Editorial Simplified : 25th day of May 2016
This Series of posts covers the essential Editorial from prominent newspapers. The Editorial from the newspapers are compiled by the Subject Teachers form the Academy and provided in notes format so that the aspirants does not waste their precious time in sifting through the newspapers.
The aspirants are advised to bookmark this page for future reference
Click on the tab below to read the Editorial Simplified for each newspaper
[accordion_content accordion_label=”Indian Express”]
Editorial : Chabahar takeoff
India has signed Chabahar port deal with Iran. The $500 million deal promises to lead to the development of a deep-water port, a 500-km rail line linking it to Iran’s rail network, and new aluminum and urea plants
- The Chabahar agreement marks a new level in India’s overseas ambitions and potentially giving Indian business access to Iran’s economy freed of
- There’s little doubt about the region’s long-term potential (hydrocarbons).
- The deal will also allow India to expand its strategic presence in Afghanistan, allowing businesses in both countries to bypass a Pakistan
- The deal signals that India, like China, has big-league ambitions.
Un-realized potential and difficulties
- India’s ambitions haven’t quite been matched by its ability to realize international projects like Kaladan multimodal transport project (to link the Northeastern states to Myanmar’s Sittwe port), which was supposed to have been operational by 2013 and India-US nuclear deal.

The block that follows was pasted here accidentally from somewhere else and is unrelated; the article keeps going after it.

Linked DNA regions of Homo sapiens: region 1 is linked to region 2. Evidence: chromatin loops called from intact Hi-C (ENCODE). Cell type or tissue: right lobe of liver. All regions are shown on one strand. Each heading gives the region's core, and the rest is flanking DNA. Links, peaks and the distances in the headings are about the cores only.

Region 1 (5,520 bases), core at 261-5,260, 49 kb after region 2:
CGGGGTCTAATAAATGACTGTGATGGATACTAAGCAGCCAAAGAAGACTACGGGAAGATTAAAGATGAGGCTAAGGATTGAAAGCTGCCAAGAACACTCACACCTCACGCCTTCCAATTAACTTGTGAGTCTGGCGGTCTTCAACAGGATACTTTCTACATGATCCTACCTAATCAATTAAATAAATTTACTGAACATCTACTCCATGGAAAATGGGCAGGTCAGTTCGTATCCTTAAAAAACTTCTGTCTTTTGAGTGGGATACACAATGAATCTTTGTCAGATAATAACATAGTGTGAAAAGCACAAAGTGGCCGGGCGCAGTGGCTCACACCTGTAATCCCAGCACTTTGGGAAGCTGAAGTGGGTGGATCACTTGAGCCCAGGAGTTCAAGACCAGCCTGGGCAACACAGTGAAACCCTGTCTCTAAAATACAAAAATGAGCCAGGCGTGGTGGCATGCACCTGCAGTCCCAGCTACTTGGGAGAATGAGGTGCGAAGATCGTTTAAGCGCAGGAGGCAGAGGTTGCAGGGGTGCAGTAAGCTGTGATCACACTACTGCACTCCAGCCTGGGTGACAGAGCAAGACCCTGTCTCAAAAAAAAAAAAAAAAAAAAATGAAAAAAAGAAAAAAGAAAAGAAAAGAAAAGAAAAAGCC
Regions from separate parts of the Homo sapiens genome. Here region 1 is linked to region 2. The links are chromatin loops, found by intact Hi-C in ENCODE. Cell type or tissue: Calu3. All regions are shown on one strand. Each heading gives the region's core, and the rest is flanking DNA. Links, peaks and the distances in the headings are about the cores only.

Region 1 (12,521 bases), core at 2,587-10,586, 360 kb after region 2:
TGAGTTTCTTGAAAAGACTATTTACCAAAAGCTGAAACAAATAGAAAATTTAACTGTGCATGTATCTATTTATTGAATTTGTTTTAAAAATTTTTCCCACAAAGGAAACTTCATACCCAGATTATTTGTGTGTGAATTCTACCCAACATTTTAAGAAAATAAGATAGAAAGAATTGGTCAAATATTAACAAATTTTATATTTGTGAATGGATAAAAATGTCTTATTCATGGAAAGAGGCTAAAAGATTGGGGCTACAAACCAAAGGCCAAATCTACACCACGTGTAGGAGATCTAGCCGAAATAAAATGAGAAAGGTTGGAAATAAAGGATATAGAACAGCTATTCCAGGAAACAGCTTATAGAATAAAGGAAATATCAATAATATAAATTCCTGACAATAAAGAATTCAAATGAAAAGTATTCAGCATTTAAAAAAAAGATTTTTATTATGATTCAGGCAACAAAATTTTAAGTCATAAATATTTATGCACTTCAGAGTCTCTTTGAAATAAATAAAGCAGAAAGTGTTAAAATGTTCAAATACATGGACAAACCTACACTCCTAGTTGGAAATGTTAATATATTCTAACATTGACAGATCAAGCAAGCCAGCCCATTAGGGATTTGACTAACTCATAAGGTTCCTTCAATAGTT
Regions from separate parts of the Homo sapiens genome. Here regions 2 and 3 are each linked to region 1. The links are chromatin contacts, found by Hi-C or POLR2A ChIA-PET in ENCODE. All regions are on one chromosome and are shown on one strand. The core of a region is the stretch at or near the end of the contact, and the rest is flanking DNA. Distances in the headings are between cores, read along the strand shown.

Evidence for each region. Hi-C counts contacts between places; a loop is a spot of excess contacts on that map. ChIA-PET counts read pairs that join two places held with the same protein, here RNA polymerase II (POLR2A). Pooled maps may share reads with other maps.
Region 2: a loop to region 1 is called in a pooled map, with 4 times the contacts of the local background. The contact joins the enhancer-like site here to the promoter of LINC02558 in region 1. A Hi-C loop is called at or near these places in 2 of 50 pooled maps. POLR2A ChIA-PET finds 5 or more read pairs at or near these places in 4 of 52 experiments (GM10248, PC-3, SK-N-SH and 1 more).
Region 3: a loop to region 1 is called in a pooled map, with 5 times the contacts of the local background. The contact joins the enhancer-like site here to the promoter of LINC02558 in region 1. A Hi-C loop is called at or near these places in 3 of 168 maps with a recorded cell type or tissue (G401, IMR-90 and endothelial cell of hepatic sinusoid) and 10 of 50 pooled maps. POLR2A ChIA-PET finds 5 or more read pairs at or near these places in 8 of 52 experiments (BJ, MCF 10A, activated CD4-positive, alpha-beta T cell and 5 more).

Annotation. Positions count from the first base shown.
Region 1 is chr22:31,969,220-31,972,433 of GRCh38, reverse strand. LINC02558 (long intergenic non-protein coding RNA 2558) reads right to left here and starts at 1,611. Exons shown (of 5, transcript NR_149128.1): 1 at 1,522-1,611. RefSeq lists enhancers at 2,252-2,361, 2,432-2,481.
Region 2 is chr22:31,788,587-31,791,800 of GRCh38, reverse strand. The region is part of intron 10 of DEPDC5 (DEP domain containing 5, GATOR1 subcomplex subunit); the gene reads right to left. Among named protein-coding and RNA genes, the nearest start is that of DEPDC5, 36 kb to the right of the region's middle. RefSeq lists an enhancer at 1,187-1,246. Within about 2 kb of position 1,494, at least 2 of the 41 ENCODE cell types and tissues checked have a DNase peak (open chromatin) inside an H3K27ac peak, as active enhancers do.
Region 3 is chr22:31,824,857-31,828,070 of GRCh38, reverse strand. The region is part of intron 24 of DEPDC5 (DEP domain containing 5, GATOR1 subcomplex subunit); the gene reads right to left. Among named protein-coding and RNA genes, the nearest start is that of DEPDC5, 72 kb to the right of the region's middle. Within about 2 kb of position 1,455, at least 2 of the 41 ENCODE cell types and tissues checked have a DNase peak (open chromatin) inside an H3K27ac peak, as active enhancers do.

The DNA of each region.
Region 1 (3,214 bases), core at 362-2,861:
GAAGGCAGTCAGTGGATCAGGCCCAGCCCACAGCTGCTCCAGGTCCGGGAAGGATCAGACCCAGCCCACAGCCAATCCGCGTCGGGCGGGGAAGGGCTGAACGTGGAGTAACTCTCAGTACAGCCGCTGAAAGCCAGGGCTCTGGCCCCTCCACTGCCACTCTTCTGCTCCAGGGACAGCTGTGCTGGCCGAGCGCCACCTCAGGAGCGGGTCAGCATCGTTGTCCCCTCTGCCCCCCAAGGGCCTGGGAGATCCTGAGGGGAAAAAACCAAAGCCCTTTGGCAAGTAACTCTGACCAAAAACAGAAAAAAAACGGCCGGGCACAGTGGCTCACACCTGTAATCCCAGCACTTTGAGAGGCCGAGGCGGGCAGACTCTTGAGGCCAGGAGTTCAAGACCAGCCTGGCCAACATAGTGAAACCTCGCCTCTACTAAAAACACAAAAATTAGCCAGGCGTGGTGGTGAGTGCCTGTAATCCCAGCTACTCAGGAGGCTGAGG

- Relations between Tehran and the West, though vastly improved, remain fraught as well doubts over Iran’s role in Syria and Afghanistan.
- Indian governments will also have to incentivize private corporations for using the Iranian route to transit goods to Central Asia, rather than the fast, cheap networks they now use through Singapore and China.
- Finally, the project can only be successful if Indian manufacturing is globally
[accordion_content accordion_label=”Business Standard”]
Editorial : Guarding each drop
Water conservation has become a necessity
What is the news?
PM Modi’s well-meaning plea in his monthly Mann Ki Baat programme to preserve every drop of water may .
What are the issues to be addressed?
- India’s 91 major reservoirs has plunged close to minimum levels, and most other surface water bodies, have dried up.
- Water level in subsurface aquifers, has dipped to “critical” levels.
- Central Groundwater Board report indicates that nearly half of India’s groundwater is heavily polluted with toxins like fluoride, nitrates and even arsenic, which cause dreaded .
- Seepage of agro-chemicals and discharge of untreated industrial effluents and urban wastes into water bodies are adding to the pollution of surface and groundwater sources.
- Most water woes are the result of mismanagement.
- Official policies governing the water sector arefar from conducive to achieving this vital goal.
- Treating water as an economic good and putting a proper price on it has been ignored for long.